“The stars are so much brighter when you’re dead.  The dark, so much darker. The trees are whispering, but I do not feel any wind.  I want to feel the wind.”



5 reasons to read:

1. This book is so many things–a ghost story, family story, murder mystery–but mostly it is just plain masterful the way a river is strong and steady.
2. Told from sisters Sam and Ollie’s points of view, your heart will literally be racing by the end and tears may or may not be streaming down your face (guilty as charged).
3. The small town of Terrebonne, Oregon is the perfect backdrop for this story, with the distinctive river where Sam and Ollie find a dead body, the quiet meadow where their father lives in a teepee and keeps bees, and the town itself that seems to hold secrets for Sam and Ollie to uncover.
4. Geary’s debut novel is rhythmic, gripping, and raw. Just try to put it down.
5. This literary ghost story reminds us of The Lovely Bones or Beloved where the supernatural elements of the book are crucial to the story and propel the plot. Keep reading…

Fall Reads: The Escape Artist

Paris, La tour Eiffel

Paris, La tour Eiffel

Although you may not be heading back to school this fall, it doesn’t mean you can’t hit the books. But figuring out what to read can be easier said than done. So what kind of reader are you? An escape artist, looking to leave the city behind every chance you get? Are you happy-go-lucky and looking for a fun, easy read? Or are you an ambitious go-getter in work, life, love, and reading? Fall is the perfect time to cozy up by the fire and get back to the books!

The Escape Artist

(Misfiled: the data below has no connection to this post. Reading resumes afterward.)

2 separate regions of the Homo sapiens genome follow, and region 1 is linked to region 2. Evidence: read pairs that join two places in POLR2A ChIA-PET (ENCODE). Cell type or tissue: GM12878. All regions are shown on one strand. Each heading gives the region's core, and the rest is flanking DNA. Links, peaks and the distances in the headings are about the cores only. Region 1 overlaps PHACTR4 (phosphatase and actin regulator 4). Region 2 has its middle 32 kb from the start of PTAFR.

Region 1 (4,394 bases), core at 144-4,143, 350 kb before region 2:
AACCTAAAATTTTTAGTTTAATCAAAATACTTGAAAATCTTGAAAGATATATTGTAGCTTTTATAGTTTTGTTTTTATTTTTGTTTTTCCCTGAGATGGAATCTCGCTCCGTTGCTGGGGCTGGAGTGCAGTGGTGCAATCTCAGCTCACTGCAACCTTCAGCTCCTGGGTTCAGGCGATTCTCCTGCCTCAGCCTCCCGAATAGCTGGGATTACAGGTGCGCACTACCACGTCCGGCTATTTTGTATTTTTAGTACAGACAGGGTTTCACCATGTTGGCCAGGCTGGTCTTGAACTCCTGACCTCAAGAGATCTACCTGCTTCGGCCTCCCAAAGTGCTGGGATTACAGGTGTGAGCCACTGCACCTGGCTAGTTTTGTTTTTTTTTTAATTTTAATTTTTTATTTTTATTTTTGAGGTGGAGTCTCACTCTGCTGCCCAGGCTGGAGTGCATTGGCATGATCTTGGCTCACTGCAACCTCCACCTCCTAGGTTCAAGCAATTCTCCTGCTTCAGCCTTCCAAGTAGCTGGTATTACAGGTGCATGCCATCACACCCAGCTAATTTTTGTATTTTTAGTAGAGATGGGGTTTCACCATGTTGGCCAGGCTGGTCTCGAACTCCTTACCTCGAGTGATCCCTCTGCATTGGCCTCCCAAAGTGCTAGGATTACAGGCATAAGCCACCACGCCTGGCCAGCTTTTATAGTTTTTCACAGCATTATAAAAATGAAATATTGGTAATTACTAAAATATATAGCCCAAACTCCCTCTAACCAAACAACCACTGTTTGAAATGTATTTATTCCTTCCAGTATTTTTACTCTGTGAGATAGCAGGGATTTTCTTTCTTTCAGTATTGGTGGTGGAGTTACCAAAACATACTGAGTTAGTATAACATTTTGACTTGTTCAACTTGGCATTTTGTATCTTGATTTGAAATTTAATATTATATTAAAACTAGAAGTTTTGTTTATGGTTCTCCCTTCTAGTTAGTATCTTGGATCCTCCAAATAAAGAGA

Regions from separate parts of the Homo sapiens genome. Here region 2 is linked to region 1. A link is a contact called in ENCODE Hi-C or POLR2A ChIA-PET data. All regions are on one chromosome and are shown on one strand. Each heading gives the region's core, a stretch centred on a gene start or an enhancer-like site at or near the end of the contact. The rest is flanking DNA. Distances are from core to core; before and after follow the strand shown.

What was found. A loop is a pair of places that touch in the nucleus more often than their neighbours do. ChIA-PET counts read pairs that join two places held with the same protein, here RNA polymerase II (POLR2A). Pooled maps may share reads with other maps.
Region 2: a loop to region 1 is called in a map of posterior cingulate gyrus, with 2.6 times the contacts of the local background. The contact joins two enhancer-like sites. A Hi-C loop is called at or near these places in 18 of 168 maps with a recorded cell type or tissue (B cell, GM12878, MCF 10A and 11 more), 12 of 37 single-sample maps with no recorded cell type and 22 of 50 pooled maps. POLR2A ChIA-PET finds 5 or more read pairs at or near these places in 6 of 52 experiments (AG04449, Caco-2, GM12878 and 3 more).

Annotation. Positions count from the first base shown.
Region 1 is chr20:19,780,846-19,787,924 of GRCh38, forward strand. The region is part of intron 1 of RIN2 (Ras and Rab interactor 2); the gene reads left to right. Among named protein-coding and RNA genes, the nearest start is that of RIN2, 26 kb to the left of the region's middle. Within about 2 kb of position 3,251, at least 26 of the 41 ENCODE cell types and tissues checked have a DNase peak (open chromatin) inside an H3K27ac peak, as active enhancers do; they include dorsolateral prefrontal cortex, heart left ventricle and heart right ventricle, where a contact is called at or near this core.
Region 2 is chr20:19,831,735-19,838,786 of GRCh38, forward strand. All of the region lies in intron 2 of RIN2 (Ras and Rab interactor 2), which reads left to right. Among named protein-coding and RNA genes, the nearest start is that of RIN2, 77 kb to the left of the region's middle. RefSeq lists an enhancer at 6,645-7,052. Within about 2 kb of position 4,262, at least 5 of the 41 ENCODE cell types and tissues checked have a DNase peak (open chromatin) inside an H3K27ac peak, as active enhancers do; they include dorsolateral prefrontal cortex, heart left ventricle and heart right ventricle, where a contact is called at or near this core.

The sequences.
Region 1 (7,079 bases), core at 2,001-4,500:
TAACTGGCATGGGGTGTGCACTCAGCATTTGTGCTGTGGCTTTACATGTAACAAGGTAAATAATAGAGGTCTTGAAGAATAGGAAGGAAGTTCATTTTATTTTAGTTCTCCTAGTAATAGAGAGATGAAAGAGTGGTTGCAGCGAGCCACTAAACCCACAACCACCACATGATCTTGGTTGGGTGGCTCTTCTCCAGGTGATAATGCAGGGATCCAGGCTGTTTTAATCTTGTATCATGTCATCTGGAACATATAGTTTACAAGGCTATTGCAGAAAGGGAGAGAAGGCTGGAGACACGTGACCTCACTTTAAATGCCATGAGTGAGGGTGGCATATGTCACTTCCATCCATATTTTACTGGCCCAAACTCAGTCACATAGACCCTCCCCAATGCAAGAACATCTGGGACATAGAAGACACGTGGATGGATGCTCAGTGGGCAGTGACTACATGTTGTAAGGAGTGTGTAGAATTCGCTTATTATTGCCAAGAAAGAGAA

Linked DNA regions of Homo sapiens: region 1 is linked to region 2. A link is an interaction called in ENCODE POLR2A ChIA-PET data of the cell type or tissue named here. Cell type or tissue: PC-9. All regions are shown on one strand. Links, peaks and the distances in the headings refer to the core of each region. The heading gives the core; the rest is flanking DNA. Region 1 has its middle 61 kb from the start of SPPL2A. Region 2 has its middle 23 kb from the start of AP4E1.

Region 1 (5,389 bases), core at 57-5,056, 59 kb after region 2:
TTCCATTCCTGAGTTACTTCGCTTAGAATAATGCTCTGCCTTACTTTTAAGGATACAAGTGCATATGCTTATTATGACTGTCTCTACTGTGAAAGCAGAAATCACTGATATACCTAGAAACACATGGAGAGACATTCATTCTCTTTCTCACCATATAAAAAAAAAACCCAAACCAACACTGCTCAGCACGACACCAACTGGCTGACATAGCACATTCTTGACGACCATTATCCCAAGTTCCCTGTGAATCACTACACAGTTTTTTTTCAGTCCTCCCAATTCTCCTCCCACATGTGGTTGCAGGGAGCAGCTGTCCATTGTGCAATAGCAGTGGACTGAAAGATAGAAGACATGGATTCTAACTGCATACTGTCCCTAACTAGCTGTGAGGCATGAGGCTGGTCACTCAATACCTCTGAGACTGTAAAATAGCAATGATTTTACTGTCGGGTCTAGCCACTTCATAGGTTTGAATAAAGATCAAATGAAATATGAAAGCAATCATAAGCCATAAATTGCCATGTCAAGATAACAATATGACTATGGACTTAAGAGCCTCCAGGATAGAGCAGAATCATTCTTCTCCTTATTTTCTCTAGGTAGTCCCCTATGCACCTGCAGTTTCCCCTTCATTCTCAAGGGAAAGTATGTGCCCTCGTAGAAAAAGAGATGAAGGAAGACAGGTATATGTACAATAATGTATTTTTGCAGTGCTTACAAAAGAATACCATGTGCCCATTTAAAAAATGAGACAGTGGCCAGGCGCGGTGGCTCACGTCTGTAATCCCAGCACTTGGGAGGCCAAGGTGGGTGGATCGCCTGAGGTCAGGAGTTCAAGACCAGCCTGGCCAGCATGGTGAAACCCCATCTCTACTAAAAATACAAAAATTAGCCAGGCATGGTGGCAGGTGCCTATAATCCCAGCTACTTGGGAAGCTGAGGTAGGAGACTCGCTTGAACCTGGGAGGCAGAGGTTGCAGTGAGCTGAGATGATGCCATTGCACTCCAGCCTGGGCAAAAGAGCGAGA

Who you are: You love New York but your wanderlust keeps you dreaming of your next vacation a world away. Jet-setting for you is going climbing in Tanzania, boating in Monaco, exploring in Argentina.  When you are stuck on the subway or taking a lunch break you want to be reading something that will transport you to another city, another world, or another time.

Our rec: Murder Below Montparnasse: An Aimée Leduc investigation set in Paris by Cara Black

5 reasons to read:
1. Aimée Leduc is the perfect private investigator to to usurp Nancy Drew.
2. You’ll want to imitate Aimée Leduc’s French style: Chanel No. 5, a Hermés scarf, a leather jacket, and Converse.
3. Zipping around Paris on her Vespa, the Montparnasse will come alive in this crime thriller.
4. What’s more transporting than Paris?
5. 14 books in the series means you can experience all the arrondissements without leaving New York.

The Long View: Aimée Leduc is a private investigator keeping up the family business at Leduc Detective in Paris, France. She primarily works alone except for her partner Remi who has recently left to accept a job in Silicon Valley, leaving Aimée and hacker Saj to man the office. When Yuri Volodin, an old Russian man, hires Aimée to find his Modigliani painting she never guesses that Yuri will know something of her missing mother.  As Aimée becomes more entangled in the art world and the Soviet secrets surrounding the painting,  she realizes how dangerous the situation is.  Not to mention her personal life is pretty messy: she spots her flic boyfriend, Melac, with another woman, a female Russian bodyguard has the hots for her, and things are complicated with an art investigator named Dombasle. Plus, there is her dog, Miles Davis, to worry about. This jam-packed crime novel will leave you ready to explore all the arrondissements even if only through Cara Black’s series.

The deets: 
SoHo Press
321 pages
January 2013
Order Murder Below Montparnasse (An Aimée Leduc Investigation)